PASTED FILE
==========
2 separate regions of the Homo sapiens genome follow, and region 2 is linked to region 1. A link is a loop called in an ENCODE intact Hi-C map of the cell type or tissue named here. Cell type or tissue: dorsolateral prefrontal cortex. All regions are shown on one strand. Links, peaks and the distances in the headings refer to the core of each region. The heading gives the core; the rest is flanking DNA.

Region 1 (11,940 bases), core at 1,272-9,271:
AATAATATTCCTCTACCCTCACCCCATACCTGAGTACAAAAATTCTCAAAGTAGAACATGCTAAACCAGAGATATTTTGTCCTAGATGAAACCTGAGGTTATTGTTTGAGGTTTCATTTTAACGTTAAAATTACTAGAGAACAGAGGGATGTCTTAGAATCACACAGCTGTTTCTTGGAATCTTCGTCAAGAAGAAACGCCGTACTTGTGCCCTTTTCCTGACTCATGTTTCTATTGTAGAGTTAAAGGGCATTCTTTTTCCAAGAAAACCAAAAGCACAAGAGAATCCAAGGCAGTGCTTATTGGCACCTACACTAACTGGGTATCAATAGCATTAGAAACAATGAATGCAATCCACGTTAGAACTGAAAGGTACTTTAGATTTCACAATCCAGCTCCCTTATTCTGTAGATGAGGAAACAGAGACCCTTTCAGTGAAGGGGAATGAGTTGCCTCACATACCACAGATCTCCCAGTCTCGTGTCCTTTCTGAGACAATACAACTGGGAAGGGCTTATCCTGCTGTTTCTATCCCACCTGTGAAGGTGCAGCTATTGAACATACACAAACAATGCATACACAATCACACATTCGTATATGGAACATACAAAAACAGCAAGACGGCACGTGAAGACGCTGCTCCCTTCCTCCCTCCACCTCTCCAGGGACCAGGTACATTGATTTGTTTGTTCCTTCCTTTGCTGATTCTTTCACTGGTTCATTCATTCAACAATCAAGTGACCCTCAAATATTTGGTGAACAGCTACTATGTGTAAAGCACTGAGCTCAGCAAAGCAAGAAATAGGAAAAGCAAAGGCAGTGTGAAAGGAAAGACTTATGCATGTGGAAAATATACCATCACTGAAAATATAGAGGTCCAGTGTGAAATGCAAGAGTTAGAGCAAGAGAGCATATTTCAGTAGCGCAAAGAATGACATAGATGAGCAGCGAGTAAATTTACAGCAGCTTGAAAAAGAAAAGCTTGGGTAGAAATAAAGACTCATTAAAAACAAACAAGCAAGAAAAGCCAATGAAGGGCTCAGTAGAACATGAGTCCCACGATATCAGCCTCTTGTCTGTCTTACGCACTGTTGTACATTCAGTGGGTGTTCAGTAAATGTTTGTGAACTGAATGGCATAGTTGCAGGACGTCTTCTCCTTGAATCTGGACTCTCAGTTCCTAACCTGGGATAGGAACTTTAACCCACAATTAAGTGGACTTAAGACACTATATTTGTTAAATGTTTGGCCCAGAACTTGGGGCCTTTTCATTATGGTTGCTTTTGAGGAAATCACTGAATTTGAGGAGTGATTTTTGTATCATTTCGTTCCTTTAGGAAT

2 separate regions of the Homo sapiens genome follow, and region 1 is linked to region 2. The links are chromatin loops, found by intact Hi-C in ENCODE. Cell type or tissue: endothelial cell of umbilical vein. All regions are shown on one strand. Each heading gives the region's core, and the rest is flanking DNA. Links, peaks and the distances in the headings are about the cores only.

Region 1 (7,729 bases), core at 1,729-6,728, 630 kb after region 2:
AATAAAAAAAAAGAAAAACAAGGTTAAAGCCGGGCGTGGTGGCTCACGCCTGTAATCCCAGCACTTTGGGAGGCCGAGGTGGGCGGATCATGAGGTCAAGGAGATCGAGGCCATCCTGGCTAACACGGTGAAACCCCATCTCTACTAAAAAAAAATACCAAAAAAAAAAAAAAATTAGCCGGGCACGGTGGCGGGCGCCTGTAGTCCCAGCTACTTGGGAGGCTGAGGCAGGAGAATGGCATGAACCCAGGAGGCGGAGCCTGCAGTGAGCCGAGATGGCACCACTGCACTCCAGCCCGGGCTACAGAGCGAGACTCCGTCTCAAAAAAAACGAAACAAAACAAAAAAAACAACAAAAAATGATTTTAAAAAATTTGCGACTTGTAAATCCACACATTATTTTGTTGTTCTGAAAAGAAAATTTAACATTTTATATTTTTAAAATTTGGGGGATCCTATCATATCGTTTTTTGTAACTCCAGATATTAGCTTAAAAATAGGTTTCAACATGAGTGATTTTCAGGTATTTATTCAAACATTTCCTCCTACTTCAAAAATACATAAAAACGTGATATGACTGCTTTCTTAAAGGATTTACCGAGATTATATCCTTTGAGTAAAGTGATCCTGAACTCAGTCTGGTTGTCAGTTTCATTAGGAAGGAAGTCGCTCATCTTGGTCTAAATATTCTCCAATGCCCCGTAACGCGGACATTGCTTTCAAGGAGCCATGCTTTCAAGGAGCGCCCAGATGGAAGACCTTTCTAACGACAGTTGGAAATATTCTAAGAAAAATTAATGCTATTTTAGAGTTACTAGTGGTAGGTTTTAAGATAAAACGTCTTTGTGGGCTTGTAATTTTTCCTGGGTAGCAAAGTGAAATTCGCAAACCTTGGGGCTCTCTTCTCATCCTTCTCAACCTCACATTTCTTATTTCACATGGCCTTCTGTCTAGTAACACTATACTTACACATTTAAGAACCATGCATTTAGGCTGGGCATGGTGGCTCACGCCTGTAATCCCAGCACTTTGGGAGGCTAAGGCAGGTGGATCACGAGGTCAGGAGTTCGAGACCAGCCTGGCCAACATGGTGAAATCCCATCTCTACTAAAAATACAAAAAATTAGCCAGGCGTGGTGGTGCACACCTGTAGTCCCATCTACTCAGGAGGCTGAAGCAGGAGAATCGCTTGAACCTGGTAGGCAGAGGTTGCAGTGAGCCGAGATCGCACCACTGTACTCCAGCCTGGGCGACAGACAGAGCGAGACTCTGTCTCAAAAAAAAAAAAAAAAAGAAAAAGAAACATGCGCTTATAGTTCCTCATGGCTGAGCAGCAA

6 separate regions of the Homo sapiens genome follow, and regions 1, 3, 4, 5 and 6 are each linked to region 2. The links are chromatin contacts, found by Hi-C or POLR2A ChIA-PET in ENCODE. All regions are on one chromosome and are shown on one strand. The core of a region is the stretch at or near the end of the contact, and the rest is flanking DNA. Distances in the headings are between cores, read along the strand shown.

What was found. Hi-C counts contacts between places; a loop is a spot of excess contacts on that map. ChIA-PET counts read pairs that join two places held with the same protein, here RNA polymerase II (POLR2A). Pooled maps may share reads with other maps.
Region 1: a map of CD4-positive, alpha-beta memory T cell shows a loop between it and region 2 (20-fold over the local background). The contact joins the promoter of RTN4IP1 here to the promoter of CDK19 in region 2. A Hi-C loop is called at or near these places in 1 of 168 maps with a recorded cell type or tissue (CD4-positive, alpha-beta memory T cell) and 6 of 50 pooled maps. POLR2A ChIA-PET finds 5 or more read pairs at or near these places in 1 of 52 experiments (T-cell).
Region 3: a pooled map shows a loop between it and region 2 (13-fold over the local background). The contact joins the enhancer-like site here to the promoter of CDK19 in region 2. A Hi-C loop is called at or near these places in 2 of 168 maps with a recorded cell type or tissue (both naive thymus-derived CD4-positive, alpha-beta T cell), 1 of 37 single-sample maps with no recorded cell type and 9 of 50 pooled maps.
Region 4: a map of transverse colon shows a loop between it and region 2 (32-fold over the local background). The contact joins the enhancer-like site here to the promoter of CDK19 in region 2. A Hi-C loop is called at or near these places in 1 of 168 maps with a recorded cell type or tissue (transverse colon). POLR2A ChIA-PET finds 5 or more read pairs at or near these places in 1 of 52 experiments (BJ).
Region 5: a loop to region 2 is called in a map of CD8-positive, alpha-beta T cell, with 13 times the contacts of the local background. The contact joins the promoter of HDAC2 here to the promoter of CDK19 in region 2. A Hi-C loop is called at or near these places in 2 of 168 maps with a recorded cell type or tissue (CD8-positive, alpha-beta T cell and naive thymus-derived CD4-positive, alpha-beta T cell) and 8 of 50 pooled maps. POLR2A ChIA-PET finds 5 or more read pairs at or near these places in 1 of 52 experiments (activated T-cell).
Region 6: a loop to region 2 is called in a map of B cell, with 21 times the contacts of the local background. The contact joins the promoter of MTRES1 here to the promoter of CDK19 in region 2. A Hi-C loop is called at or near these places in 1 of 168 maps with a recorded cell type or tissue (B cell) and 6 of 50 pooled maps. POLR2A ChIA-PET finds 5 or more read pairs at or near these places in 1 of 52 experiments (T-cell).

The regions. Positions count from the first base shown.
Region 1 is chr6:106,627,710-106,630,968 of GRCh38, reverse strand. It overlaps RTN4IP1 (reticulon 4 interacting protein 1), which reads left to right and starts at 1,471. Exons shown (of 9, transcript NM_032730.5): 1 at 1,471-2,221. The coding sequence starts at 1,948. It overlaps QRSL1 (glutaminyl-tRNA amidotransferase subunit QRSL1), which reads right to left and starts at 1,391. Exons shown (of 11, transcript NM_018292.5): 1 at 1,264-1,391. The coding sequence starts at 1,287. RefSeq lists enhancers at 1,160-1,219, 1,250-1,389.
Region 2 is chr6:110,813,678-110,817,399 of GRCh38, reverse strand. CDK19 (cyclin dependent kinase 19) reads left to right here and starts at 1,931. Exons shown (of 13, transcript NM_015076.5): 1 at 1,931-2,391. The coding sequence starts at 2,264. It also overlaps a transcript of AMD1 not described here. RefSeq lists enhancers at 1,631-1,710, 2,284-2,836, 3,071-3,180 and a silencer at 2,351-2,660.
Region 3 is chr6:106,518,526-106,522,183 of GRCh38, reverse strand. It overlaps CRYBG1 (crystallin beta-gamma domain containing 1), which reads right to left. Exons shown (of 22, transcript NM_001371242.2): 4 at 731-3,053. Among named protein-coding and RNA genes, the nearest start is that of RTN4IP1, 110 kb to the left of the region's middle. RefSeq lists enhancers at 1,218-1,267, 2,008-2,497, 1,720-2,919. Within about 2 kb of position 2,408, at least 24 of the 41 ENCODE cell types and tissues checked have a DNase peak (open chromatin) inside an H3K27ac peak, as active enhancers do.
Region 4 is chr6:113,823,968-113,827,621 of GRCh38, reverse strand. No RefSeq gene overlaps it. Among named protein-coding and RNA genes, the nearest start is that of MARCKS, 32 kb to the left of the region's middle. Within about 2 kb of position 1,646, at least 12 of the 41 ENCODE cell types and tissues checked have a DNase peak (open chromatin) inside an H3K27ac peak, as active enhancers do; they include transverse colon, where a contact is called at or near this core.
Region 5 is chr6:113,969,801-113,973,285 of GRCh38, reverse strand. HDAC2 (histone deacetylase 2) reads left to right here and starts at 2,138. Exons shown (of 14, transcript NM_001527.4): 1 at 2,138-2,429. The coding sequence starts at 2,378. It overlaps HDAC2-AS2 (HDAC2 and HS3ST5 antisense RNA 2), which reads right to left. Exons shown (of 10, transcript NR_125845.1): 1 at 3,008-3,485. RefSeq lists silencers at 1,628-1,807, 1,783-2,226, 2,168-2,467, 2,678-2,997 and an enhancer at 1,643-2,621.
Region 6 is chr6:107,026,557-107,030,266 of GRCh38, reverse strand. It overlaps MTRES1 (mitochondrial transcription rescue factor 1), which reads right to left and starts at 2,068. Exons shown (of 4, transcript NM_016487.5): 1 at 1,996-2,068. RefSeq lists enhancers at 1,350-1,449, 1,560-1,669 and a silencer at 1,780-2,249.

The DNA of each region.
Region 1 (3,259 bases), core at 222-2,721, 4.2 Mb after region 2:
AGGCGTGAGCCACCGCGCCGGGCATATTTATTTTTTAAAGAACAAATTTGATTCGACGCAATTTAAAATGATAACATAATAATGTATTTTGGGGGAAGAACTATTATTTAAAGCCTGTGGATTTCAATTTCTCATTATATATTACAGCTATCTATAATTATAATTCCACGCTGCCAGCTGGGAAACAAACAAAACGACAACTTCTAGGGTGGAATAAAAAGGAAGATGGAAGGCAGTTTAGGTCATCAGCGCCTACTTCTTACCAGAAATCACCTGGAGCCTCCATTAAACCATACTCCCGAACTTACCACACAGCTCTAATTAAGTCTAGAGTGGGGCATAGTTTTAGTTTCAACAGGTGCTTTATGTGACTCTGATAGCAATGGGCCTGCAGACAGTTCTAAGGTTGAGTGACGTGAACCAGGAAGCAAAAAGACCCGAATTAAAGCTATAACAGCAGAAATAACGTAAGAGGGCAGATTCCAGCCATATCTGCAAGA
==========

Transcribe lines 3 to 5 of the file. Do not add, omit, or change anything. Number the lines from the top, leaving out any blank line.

AATAATATTCCTCTACCCTCACCCCATACCTGAGTACAAAAATTCTCAAAGTAGAACATGCTAAACCAGAGATATTTTGTCCTAGATGAAACCTGAGGTTATTGTTTGAGGTTTCATTTTAACGTTAAAATTACTAGAGAACAGAGGGATGTCTTAGAATCACACAGCTGTTTCTTGGAATCTTCGTCAAGAAGAAACGCCGTACTTGTGCCCTTTTCCTGACTCATGTTTCTATTGTAGAGTTAAAGGGCATTCTTTTTCCAAGAAAACCAAAAGCACAAGAGAATCCAAGGCAGTGCTTATTGGCACCTACACTAACTGGGTATCAATAGCATTAGAAACAATGAATGCAATCCACGTTAGAACTGAAAGGTACTTTAGATTTCACAATCCAGCTCCCTTATTCTGTAGATGAGGAAACAGAGACCCTTTCAGTGAAGGGGAATGAGTTGCCTCACATACCACAGATCTCCCAGTCTCGTGTCCTTTCTGAGACAATACAACTGGGAAGGGCTTATCCTGCTGTTTCTATCCCACCTGTGAAGGTGCAGCTATTGAACATACACAAACAATGCATACACAATCACACATTCGTATATGGAACATACAAAAACAGCAAGACGGCACGTGAAGACGCTGCTCCCTTCCTCCCTCCACCTCTCCAGGGACCAGGTACATTGATTTGTTTGTTCCTTCCTTTGCTGATTCTTTCACTGGTTCATTCATTCAACAATCAAGTGACCCTCAAATATTTGGTGAACAGCTACTATGTGTAAAGCACTGAGCTCAGCAAAGCAAGAAATAGGAAAAGCAAAGGCAGTGTGAAAGGAAAGACTTATGCATGTGGAAAATATACCATCACTGAAAATATAGAGGTCCAGTGTGAAATGCAAGAGTTAGAGCAAGAGAGCATATTTCAGTAGCGCAAAGAATGACATAGATGAGCAGCGAGTAAATTTACAGCAGCTTGAAAAAGAAAAGCTTGGGTAGAAATAAAGACTCATTAAAAACAAACAAGCAAGAAAAGCCAATGAAGGGCTCAGTAGAACATGAGTCCCACGATATCAGCCTCTTGTCTGTCTTACGCACTGTTGTACATTCAGTGGGTGTTCAGTAAATGTTTGTGAACTGAATGGCATAGTTGCAGGACGTCTTCTCCTTGAATCTGGACTCTCAGTTCCTAACCTGGGATAGGAACTTTAACCCACAATTAAGTGGACTTAAGACACTATATTTGTTAAATGTTTGGCCCAGAACTTGGGGCCTTTTCATTATGGTTGCTTTTGAGGAAATCACTGAATTTGAGGAGTGATTTTTGTATCATTTCGTTCCTTTAGGAAT

2 separate regions of the Homo sapiens genome follow, and region 1 is linked to region 2. The links are chromatin loops, found by intact Hi-C in ENCODE. Cell type or tissue: endothelial cell of umbilical vein. All regions are shown on one strand. Each heading gives the region's core, and the rest is flanking DNA. Links, peaks and the distances in the headings are about the cores only.

Region 1 (7,729 bases), core at 1,729-6,728, 630 kb after region 2: